It is ironic, given that patients may use hydroquinone to lighten their skin, that long-term use of the agent in high concentrations may actually darken the skin, causing a blue-gray pigmentation. Ochronosis may or may not fade after the person discontinues hydroquinone. Because of this, many dermatologists will not prescribe it in strengths above 4 percent. But I have seen prescriptions as high as 16 percent written by other physicians. I advise caution with the use of such high strengths, especially for a long duration. You don’t want your skin to turn even darker when you’re just trying to lighten and brighten it a little!
- THE RETINOIDS TRETINOIN (RETIN-A), TAZAROTENE (TAZORAC), AND ADAPALENE (DIFFERIN) are often combined with topical skin-lightening creams to help lighten freckles over several months when applied regularly.
- IN CRYOSURGERY, LIQUID NITROGEN is applied lightly to the skin, essentially creating a superficial frostbite. Most freckles respond to this safe, simple procedure. Liquid nitrogen treatment can potentially leave a permanent white spot by inadvertently destroying the pigment-producing cells at the treatment site if treatment is too aggressive. Accordingly, your doctor may start slow and small to see how your skin responds.
- SEVERAL TYPES OF LASER TREATMENTS have demonstrated a high success rate in fading and removing freckles. These are safe procedures with a low risk of discoloration or scarring. Neodymium:YAG and alexandrite lasers, the most common ones used, release small bursts of a specific wavelength to destroy the colored pigment that the freckles absorb.
- INTENSE PULSED LIGHT (IPL) TREATMENTS also lighten and remove freckles successfully. The pulsed light device distributes a broad wavelength of light, and that energy is also absorbed by the pigment of the freckle, destroying it.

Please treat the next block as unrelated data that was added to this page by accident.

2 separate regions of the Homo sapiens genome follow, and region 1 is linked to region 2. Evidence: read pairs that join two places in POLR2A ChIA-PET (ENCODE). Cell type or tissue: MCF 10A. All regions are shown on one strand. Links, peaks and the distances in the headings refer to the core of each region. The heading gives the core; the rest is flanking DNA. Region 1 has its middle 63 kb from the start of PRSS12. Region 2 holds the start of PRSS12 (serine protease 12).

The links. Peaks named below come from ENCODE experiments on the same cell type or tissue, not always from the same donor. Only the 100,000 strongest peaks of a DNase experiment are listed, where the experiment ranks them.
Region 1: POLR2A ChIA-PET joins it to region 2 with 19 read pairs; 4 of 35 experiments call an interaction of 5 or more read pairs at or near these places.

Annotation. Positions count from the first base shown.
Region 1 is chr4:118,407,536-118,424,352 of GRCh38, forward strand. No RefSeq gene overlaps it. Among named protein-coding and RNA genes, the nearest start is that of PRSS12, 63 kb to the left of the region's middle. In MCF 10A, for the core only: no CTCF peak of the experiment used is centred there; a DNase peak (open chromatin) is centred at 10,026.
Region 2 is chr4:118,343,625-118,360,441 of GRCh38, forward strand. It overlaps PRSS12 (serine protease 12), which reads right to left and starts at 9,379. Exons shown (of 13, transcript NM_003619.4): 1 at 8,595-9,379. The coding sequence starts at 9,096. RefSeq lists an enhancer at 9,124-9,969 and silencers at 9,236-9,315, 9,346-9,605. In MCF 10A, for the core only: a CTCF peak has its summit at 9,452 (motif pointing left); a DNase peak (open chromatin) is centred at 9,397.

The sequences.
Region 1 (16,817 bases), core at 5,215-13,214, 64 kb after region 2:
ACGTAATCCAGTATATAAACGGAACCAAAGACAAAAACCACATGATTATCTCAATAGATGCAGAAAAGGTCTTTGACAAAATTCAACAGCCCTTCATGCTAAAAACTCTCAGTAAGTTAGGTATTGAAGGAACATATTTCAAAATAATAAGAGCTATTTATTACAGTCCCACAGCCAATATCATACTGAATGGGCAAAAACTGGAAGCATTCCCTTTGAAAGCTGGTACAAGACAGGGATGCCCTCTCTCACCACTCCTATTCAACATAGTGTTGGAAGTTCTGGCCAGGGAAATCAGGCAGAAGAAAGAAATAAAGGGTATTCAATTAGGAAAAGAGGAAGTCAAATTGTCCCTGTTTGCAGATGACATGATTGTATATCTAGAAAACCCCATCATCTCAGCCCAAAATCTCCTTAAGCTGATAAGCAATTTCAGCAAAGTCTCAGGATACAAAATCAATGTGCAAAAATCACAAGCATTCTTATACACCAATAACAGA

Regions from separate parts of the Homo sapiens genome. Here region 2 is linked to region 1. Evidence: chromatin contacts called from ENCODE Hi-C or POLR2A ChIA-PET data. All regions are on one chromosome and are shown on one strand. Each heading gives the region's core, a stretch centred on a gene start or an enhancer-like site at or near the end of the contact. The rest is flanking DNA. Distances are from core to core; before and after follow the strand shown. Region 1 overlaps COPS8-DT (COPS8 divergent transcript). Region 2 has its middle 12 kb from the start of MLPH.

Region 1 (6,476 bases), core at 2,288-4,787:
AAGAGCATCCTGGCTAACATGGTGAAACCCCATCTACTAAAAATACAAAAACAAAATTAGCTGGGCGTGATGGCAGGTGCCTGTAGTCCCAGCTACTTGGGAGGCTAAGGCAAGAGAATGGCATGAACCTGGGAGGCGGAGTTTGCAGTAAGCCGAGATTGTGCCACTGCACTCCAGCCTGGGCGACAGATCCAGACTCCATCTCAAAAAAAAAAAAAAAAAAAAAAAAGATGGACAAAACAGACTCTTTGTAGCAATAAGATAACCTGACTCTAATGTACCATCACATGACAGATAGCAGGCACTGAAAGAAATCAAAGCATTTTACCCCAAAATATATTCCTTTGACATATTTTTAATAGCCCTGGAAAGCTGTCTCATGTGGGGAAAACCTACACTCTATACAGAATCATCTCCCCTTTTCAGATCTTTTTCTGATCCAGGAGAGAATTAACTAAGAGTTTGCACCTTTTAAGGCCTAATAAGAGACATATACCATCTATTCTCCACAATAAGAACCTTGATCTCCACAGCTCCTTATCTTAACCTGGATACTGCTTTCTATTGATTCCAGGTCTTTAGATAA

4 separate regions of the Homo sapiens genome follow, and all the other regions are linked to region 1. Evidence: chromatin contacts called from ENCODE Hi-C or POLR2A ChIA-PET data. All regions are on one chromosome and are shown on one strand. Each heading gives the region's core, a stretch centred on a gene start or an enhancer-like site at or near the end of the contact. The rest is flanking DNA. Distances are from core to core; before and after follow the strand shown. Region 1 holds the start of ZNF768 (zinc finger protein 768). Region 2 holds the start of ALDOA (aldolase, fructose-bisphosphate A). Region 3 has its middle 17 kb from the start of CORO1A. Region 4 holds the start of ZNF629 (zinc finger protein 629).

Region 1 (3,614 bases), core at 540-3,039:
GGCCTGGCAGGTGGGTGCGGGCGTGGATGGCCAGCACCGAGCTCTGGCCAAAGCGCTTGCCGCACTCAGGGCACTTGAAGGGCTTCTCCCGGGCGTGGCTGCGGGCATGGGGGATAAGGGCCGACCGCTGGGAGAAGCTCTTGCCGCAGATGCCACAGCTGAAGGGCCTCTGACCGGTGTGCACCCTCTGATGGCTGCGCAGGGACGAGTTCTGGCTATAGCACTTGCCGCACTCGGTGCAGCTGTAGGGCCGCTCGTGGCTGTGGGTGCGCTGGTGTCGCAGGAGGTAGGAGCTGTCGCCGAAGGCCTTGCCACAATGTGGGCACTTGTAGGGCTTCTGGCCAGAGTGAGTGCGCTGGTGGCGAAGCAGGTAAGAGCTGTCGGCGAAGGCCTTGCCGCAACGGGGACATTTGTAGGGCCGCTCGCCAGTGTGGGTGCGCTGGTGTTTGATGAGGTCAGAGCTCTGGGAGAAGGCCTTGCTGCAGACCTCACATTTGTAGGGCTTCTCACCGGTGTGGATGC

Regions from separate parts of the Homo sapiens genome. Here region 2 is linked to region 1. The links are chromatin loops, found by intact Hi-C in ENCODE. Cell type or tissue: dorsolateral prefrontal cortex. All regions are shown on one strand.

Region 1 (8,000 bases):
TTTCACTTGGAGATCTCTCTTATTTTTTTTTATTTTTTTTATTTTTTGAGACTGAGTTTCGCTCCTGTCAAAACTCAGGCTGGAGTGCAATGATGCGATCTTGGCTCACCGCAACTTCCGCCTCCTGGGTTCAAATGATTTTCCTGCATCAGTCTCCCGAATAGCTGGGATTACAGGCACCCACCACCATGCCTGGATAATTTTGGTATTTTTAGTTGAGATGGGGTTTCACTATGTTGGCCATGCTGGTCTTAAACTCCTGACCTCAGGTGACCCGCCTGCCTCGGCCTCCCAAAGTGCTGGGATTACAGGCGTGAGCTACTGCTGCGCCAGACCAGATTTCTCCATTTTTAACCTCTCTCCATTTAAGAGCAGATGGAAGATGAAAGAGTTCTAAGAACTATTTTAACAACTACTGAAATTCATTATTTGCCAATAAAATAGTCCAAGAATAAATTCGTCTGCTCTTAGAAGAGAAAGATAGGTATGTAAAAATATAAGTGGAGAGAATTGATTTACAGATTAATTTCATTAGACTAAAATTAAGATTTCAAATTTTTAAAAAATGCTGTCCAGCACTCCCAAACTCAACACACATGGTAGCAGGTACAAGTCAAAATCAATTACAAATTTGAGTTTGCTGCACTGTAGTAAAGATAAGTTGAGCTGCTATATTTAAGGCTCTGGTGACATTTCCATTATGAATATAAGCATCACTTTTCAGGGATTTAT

- CHEMICAL PEELS can provide great results in removing freckles. Peels cause the outermost layers of your skin, which contain much of the pigment that makes up a freckle, to desquamate, or peel off.
Healing Time/Results, or “What to Expect”
The aforementioned treatments are generally successful, but everyone’s skin is different, and results will vary. Oftentimes multiple treatments or a combination of treatments are required to achieve optimal results. Even if your freckles are removed completely, it’s important to know that the spots can reappear with repetitive UV exposure. Think of it as a maintenance treatment: you will need to return regularly—maybe on a yearly basis—for touch-up visits, depending on the number of freckles you have and the level of improvement you want.
What You Can Do at Home, Where Applicable
Wear your sunscreen daily and reapply it every two hours if you have been actively perspiring or have gotten wet. At home, daily bleaching creams also do not require a visit to the doctor.
Okay, I don’t want to freak you out, but what you may think is a freckle could be something dangerous, like a skin cancer. The $10 million question is: How do you know? Well, there is a simple way to remember the potential signs of melanoma, which we commonly call the ABCDEs of melanoma:
A stands for asymmetry. If you drew a line down the middle of a freckle, are the two sides near mirror images of each other? Or does the spot have an irregular shape, with the two parts looking very different? That’s a characteristic of melanoma.
B stands for border. Look for a jagged or otherwise irregular border.
C is for color. Does the color look mottled?
D is for diameter. Is the “freckle” larger than a green pea?
E is for evolution. Has it changed noticeably in size, shape, or color over a few weeks or months? Always see your doctor if you notice changes in your skin, including any of the ABCDEs of melanoma.
When to See a Doctor
Your dermatologist is trained to evaluate you for skin cancer. Make an appointment right away if you notice a freckle, mole, spot, or growth that is new, changing, irritating, bleeding, asymmetric, has irregular borders, is variably colored, or is otherwise bothering you. If you can’t see a dermatologist, consult your primary health care professional, and if necessary, they will refer you to a dermatologist.